The second consideration is that even if you don't personally profit from these images, do you want to be an active participant in software which has openly acknowledged stealing from artists without compensation? The more users of a program, the more popular it will become. And companies may be emboldened to steal more art, thus perpetuating the problem.


Piracy is not, and has never been, a victimless crime. It's always the owner of creative content who misses out on crucial compensation. Even if you only use these images for personal "inspiration," the reality is that you have contributed to the proliferation of an industry whose foundation is built on theft.


Why not support AI technology whose algorithms have been ethically trained, their source material used with permission and appropriately compensated? (At present, these are few and far between, but with greater demand and clamor, more will almost certainly come into existence.)


An endorsement of human artists


I hope this sheds some light on why I, as an author, cannot and will not support AI programs or AI artists/designers as a rule, unless I determine their acquisition and use of other peoples' art to be ethical.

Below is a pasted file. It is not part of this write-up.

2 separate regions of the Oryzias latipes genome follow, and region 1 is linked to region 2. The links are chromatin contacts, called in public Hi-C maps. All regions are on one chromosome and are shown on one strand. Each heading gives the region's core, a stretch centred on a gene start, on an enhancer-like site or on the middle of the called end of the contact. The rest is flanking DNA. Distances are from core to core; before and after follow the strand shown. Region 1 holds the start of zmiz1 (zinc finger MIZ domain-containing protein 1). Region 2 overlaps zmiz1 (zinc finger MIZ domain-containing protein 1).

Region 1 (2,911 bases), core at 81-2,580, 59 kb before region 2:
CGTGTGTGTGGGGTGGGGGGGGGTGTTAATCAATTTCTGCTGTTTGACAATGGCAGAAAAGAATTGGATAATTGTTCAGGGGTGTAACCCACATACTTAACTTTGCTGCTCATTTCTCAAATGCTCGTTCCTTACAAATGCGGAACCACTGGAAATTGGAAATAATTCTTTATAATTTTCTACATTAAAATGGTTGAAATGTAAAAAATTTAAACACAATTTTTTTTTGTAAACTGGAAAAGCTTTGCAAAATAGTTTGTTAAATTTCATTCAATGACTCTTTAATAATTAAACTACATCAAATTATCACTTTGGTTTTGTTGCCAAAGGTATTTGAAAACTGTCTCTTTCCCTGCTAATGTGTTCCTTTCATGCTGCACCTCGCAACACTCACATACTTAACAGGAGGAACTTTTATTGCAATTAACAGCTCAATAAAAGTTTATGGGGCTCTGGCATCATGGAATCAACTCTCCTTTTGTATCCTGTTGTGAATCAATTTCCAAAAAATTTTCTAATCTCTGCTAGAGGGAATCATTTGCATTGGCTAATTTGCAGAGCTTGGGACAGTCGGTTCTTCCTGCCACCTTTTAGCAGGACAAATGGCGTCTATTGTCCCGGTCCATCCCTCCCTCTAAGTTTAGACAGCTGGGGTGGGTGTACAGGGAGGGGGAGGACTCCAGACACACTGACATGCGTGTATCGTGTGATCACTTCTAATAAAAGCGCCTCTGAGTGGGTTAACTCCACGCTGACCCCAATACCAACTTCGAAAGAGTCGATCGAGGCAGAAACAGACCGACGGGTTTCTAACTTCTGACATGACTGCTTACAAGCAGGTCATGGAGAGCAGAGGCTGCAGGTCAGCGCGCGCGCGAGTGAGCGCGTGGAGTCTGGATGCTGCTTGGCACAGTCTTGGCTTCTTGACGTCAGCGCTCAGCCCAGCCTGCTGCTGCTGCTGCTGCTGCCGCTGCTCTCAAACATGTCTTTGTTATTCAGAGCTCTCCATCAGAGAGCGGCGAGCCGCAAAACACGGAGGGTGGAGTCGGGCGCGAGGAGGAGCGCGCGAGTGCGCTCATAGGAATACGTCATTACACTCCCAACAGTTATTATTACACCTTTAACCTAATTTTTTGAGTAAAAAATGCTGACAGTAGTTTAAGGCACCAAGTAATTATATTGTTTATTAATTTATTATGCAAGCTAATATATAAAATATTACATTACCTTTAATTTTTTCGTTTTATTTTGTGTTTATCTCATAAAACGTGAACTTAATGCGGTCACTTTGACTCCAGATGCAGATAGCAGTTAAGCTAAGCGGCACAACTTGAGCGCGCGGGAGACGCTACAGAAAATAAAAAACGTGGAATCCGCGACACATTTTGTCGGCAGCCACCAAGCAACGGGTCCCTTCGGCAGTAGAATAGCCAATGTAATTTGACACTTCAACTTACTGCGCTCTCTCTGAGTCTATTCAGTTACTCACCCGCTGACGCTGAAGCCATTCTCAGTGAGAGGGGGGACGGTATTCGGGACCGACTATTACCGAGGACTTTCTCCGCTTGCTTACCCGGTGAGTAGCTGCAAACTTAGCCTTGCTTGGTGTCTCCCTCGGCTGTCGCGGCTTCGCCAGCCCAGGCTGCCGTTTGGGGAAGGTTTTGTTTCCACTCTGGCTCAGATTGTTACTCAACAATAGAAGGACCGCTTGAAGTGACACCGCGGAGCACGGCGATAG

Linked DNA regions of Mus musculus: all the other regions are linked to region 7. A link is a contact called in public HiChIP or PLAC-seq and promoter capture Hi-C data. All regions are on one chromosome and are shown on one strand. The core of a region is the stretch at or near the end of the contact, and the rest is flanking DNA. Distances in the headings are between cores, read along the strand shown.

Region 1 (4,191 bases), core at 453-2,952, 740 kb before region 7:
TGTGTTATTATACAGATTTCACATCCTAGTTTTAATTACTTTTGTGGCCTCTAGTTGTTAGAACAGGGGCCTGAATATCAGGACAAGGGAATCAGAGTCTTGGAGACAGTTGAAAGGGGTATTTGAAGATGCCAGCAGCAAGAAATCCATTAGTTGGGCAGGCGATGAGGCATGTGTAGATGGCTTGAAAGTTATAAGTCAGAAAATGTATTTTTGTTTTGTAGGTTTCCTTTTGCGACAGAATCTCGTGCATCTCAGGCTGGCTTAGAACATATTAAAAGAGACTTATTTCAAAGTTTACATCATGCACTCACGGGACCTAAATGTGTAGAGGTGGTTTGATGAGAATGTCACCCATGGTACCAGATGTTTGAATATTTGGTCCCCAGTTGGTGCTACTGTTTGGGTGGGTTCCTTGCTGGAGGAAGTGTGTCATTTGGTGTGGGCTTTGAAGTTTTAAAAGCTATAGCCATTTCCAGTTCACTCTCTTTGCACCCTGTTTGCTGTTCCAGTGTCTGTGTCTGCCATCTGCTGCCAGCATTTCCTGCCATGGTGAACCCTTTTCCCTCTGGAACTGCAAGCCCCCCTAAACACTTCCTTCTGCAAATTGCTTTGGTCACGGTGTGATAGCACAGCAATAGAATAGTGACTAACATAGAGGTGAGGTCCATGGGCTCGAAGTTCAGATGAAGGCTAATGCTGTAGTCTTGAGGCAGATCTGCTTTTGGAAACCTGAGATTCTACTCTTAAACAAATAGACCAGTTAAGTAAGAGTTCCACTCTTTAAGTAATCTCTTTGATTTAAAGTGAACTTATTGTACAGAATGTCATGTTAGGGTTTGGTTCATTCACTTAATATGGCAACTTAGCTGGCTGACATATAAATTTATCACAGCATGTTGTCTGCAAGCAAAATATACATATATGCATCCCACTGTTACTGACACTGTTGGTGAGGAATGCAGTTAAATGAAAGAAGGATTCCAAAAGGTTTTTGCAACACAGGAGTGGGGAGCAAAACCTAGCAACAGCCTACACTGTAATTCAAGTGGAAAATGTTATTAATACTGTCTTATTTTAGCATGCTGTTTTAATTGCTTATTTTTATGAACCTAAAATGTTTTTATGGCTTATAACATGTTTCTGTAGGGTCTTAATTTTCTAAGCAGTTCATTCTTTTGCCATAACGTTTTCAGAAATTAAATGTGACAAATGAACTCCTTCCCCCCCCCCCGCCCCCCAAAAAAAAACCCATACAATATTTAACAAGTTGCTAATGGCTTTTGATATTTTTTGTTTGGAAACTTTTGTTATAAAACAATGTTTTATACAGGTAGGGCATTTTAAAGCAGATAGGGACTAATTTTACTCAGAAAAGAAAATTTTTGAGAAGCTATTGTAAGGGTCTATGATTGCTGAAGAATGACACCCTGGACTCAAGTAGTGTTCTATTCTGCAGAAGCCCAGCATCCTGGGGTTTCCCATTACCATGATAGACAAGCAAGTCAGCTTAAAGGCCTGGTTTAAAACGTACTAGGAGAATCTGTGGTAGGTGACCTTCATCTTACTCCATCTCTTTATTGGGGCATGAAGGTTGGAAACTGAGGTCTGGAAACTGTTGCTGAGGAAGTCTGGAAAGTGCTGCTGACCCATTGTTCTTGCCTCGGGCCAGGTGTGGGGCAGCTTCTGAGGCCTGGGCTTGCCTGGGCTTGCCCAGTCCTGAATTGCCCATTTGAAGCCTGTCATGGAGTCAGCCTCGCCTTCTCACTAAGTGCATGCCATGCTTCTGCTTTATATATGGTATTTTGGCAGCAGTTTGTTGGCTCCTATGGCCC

I'd like to finish up by directing you to the artists who've so magnificently illustrated each of my published series.


Check out these one-of-a-kind illustrations by Julia JM for my pirate fantasy duology. I asked Julia to incorporate the background of my world, Azazel, in each character portrait. She did an incredible job!



This artwork was for my debut duology, by the wonderfully talented Laura Hollingsworth, who also did some of the art for Keeper of the Lost Cities. See the detail on that brushwork? The way she's captured the light on El's red hair? *chef's kiss*



Finally, this is some art by Marissa Clement for my Nightingale Trilogy. Marissa absolutely outdid herself with this art, especially with the beautiful iridescent green light winding around Cass.



By contrast, this is what AI came up with when I asked it to give me a silhouette illustration of a teacup:



Let's support human artists, people!





87 views0 comments

Recent Posts

See All

Comentarios


bottom of page